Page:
that! We invite you to join with us as we share some of the
concerns and prayers of the women in Zimbabwe
Whitley Methodist Church
21 March 10 a.m. - 4 p.m.
next Quiet Day called ‘A Name defying Definition’ is
in Lent, the day before the respite that is Mothering Sunday. It is
about how we speak/may speak of God.
Quiet Days are for anyone at all who wishes to come along. We gather
from 10.00 a.m. and begin at 10.30 a.m. The day ends between
3.30 p.m. and 4.00 p.m..
provide tea/coffee/lunch; worship; introduction to the theme of the
day; time and space for reflection and prayer; books, and a lovely
setting at Whitley Methodist Church. There is no rule about joining in
anything at all - we don’t mind if you go to sleep or go for a walk;
the day is there to be used as you wish – a rest stop, perhaps, in
the midst of daily life.
encourage anyone to think about coming along, although places are
book your space, please contact by 16 March. We hope to
year in the South West more than 8,000 children came into care. Also,
last year in May, 42 people gave £10,000 to across funder to
give away a thousand copies of the book “ Home for good” to people
exploring foster or adoption in the coming year.
Walker, the South West Regional officer for Home for Good, a Christian
charity working to find homes
for every child who needs one, led
a morning for many of us from churches in the Wiltshire and Swindon. She
explored the Biblical basis for Christian involvement in caring for such
children, with Biblical quotes such as Deuteronomy 10:18 “He executes
justice for the fatherless and the widow”, Psalm
82:3”Give justice to the weak and fatherless”, James 1:27 “ visit
orphans and widows in their affliction”.
There are 42 orphans directly mentioned in the Old Testament and
concern for the widow and orphan is a recurring theme. Claire went on to
explain that she was very much aware of the special needs of vulnerable
children and their families. She would love the church to be more
proactive in recognising its role in caring for the most vulnerable
children in our communities.
you know that 109 children go into care every day? That’s one
child every 15 minutes. These statistics could be overwhelming but
Claire went on to emphasise what is trying to be done to alleviate the
situation. Owing to the commitment of people, children can be
placed in a loving, caring home in the short or long term. It is
possible that these children may go back to their birth parents, but it
is equally that they may not. Then wheels have to be put in motion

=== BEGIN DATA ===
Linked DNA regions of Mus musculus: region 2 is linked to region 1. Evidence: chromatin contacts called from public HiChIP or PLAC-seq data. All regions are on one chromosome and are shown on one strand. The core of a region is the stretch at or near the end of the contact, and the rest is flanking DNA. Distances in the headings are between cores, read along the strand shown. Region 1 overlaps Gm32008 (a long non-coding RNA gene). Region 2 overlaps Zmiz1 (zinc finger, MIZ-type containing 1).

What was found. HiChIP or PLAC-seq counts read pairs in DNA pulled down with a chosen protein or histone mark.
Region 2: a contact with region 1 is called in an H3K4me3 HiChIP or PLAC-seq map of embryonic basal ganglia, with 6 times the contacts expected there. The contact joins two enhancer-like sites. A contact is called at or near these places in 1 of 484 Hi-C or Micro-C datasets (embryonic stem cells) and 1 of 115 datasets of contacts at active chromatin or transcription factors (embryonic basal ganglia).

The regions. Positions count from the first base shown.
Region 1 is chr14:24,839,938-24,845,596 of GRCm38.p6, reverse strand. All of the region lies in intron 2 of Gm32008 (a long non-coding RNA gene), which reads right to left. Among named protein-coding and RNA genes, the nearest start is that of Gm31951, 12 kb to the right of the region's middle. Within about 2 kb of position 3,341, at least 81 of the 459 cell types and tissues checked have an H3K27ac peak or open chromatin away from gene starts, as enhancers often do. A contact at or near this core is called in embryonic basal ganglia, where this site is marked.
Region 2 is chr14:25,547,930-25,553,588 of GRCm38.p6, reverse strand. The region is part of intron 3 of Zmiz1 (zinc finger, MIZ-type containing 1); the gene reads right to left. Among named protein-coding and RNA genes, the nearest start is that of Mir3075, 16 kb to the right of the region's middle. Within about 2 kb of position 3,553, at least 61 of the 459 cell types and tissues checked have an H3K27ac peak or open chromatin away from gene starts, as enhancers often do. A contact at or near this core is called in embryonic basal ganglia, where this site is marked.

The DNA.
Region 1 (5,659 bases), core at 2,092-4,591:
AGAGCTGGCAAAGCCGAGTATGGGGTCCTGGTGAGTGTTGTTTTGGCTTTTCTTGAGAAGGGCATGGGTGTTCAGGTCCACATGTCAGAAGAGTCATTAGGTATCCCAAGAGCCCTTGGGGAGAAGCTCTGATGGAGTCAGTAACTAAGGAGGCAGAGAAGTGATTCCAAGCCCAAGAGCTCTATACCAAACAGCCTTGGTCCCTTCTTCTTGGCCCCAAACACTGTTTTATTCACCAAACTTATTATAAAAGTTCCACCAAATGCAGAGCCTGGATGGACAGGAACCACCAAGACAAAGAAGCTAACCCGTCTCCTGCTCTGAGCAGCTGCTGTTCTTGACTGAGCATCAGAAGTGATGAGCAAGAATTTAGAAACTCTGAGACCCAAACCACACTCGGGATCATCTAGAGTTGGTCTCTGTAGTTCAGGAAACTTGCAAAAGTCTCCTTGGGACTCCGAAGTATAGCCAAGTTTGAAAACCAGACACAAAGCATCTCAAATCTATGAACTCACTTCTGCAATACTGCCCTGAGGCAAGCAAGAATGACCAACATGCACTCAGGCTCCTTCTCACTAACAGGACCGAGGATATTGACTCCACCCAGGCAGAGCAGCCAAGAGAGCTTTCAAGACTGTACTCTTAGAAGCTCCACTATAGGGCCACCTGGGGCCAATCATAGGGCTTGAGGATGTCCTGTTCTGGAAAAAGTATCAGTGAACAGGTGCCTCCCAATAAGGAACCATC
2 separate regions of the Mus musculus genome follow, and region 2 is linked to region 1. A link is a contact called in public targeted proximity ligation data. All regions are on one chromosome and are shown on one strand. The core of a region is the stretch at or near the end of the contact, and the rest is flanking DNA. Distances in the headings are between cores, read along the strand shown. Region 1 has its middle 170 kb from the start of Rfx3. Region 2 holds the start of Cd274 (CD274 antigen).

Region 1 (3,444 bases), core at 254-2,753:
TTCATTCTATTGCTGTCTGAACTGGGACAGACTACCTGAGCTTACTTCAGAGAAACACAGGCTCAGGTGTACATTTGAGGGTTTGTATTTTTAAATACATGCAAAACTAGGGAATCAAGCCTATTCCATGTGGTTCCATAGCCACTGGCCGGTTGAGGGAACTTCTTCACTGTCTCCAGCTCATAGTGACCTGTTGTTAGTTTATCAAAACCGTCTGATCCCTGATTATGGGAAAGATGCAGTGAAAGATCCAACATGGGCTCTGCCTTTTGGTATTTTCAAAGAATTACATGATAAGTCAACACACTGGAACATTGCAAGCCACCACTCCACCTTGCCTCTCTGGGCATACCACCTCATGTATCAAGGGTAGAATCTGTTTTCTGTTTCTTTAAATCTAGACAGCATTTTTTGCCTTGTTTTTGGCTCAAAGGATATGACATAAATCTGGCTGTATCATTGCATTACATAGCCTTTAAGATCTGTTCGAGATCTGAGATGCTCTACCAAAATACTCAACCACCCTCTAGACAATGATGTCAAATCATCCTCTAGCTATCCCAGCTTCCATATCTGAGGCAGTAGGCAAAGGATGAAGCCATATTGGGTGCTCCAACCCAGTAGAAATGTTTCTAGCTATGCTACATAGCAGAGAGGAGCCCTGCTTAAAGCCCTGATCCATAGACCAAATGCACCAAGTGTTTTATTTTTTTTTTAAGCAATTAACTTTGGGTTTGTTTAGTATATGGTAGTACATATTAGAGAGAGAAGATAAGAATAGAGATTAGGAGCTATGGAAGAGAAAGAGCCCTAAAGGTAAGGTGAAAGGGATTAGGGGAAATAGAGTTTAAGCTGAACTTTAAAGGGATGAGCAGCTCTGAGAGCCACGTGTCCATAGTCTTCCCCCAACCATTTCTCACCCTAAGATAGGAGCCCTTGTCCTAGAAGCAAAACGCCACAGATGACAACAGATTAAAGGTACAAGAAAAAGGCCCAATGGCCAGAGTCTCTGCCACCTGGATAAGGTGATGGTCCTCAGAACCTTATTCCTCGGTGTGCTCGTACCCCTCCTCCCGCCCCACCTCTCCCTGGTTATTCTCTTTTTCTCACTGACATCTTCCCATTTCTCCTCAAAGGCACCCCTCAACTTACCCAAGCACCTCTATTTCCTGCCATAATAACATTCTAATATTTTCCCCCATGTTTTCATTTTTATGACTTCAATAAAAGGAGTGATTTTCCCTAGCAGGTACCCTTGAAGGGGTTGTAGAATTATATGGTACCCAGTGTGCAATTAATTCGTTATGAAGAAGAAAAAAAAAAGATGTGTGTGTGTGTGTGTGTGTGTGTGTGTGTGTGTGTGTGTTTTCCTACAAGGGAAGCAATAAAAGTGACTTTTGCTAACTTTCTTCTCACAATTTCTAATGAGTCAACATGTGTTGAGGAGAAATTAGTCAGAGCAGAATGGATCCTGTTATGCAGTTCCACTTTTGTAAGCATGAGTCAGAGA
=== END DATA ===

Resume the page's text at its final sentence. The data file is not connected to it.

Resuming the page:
for a permanent home. This produces an in-depth process of
research for the appropriate adoptive parents. Obviously the more
children in a family, the more the challenge. This is also true for
children with disabilities. We will also recognise that the older the
children, the harder it will be to place them.
are highly likely to have prospective or actual adoptees or fosterers in
our congregations. Have we things in place for this? We know
children will feel happier with a few people, those they have grown to
trust. They will feel “out of place” so we need to be sensitive to
this and not be over critical. We need to make relationships the
priority. Asking foster/ adoptive parents about the child’s back
story is both inappropriate and also especially with fostered children
something which cannot be disclosed. Simple things like
saying after a children’s activity “ now you can go back to your
grown ups” rather than “ now you can go back to your mums and
dads” can make these children feel more included. Offers to
babysit (with DBS clearance often), a spot of ironing, shopping
etc can also be a big help and support.
information is available from www.homeforgood.org.uk/howtosupport
Andrew's is an -
A year ago I
wrote of the advice to eat less meat. Things have moved on apace since
then and we are now being urged to give up dairy products as well as
meat. However, the farmers are concerned not only for their livelihood
but they are worried about the loss of wildlife. Without pastures,
there are no flowers, therefore no butterflies, moths and other
insects. This leads to fewer birds, then wild animals.
sheep and cattle are reared on unfertilised, species-rich pasture,
they convert the grasses & plants that humans can't eat into
high-nutrient protein. This avoids the need for grain feed. Much of
the grain used is Soya which has often been grown on cleared
rainforests. Other meat and dairy substitutes like avocados and
almonds are devastating landscapes in the US and Mexico.
have to make a decision between cheap, intensively produced meat and
no wildlife or to pay a little extra for grass-fed meat with the
“Pasture for Life” logo – see www.pastureforlife.org
10.30am on the 1st and 3rd
Thursday of the month (January only, on 2nd & 4th Tuesday)
and join this new group starting on 3rd October upstairs at St.
Andrew's Church. The Bible Society have come up with a great little
8-session course on the Bible that helps us gain a good understanding
of the big story. It includes videos and a copy of the manual for each
person (£5 each). This is a chance to grasp together what the
Bible is and how it shows us what really matters.
tell Bill Thomas or John Saunders you would like to join the group
(so enough copies of the manual can be bought).
FOR MARCH - from The Prayer Group
I am Precious God. I come.
don’t know quite what I have to offer.
am not great, not learned, not wise.
don’t have the deepest insights
the greatest understanding
am not the most devout or most faithful.
am just me.
yet I hear you calling even me! - unremarkable as I am.
call. And by your grace you equip me for whatever it is I am called to
do and be.
here I am loving God.
Campbell – URC Prayer Handbook 2020
for March TURNING POINT news